John Travolta: A Timeline of Awkward Musical Moments


To us, John Travolta will always be Vincent Vega, the prickly anti-hero of Quentin Tarantino’s 1994 masterpiece Pulp Fiction. We don’t like to think of that movie where he played a crazy, fat angel or Nic Cage’s doppelganger, or a sad, suburban biker dude. And we definitely don’t like to think of him sitting in an all-white room staring intently into his young daughter’s eyes as she describes her fantasy world — complete with unicorns. Yes, it’s just as creepy as it sounds. That video, and a handful of other magical musical moments from Travolta’s career, after the cut.

2009 – “Every Little Step” So John Travolta decided to cover an old Bobby Brown song with his daughter Ella Bleu and shoot a music video featuring clips from his crappy middle-aged man movie, Old Dogs. Make sure to hang in there for the spoken word part at 2:13.

2008 – “I Thought I Lost You” Which is more embarrassing: doing a duet with Miley Cyrus to help promote your animated film Bolt or rocking that ridiculous beard?

2007 – “Welcome to the 60’s” Don’t get us wrong: We love Travolta as Hairspray‘s obese housewife/shut-in Edna Turnblad — even if his Baltimore accent is a little nuts and there’s no way he can live up to performances by Divine or Harvey. But finding out that he wears a 54 EEE in this clip — it’s awkward. And then there’s the fact that he sings the tail-end of this song in a weird scat voice. Fast-forward to 5:34 see what we mean.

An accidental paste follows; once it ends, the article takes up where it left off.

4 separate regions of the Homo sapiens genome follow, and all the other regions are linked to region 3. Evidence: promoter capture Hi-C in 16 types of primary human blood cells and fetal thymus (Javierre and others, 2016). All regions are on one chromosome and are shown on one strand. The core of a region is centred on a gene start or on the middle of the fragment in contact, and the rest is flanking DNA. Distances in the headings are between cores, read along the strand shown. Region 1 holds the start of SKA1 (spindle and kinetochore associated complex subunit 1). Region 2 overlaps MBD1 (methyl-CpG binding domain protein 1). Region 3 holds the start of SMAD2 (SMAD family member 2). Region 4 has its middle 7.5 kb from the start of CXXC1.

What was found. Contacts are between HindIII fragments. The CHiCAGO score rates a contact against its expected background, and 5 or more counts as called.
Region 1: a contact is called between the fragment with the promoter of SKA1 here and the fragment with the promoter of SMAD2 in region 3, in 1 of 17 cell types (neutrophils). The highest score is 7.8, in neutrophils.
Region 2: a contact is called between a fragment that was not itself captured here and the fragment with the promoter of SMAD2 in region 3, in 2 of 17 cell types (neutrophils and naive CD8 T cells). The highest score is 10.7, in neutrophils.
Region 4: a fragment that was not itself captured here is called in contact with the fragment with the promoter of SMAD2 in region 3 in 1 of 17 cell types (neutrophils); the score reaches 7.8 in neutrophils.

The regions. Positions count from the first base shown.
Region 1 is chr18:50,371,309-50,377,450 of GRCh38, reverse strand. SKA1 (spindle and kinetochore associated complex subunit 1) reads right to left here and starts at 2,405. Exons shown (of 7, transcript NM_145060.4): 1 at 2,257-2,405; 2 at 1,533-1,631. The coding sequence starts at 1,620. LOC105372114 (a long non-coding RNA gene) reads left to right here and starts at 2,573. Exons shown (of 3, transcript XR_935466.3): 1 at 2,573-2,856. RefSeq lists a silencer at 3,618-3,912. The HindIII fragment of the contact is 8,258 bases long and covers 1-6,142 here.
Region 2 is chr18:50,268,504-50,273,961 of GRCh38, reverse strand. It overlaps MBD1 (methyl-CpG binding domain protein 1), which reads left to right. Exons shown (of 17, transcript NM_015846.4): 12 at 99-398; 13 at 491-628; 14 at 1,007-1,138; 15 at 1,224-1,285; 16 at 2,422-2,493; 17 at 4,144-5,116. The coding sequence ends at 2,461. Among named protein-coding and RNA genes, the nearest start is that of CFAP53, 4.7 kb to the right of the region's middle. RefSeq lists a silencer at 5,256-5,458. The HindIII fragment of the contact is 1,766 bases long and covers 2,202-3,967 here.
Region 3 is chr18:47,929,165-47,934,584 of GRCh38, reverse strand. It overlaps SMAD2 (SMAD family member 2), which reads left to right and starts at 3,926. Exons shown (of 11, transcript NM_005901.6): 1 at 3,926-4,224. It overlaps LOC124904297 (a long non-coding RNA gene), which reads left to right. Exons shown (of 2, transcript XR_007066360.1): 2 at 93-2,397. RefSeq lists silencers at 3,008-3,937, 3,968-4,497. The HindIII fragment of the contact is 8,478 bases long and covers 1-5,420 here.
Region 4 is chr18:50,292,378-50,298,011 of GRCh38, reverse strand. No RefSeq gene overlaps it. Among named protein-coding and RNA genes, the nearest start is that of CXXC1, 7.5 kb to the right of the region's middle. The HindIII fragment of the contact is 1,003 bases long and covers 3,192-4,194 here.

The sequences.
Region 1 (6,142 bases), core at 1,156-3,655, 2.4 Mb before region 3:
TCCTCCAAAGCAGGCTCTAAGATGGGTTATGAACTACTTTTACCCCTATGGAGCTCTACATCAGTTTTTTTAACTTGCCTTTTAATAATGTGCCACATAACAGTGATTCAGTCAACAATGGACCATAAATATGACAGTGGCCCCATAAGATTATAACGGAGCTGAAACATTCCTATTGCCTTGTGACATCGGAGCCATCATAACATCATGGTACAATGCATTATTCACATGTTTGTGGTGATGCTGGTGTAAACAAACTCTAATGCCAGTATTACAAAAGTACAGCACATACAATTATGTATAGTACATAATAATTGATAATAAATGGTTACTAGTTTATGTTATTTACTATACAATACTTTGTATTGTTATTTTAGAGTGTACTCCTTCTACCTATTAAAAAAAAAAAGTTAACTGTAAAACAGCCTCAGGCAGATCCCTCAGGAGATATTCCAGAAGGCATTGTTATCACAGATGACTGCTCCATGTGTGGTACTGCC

1989 – “Town Without Pity” We’re not sure what we find the most upsetting about this scene from Look Who’s Talking: how hot Kirstie Alley looks; how comfortable Travolta seems with gratuitous pelvic thrusts; or how much we loved this movie when we were only 8 years old.

1984- “Take a Chance” Now this is what we call a duet. Heh. This song was featured on the soundtrack for Twist of Fate, an ’80s movie that Travolta starred in with Olivia Newton-John.

1978 – “You’re the One That I Want” Our long-held discomfort with this scene from Grease stems from the moment where a gyrating Travolta says, “It’s electrifying,” and then falls to the ground.

The late ’70s – “The Barbarino Song” So. Much. Gold.

The early ’70s – The “Safeguard Bath Soap” Song This homoerotic commercial was Travolta’s big break. Bonus points for finding a rhyme with “hexachlorophene.”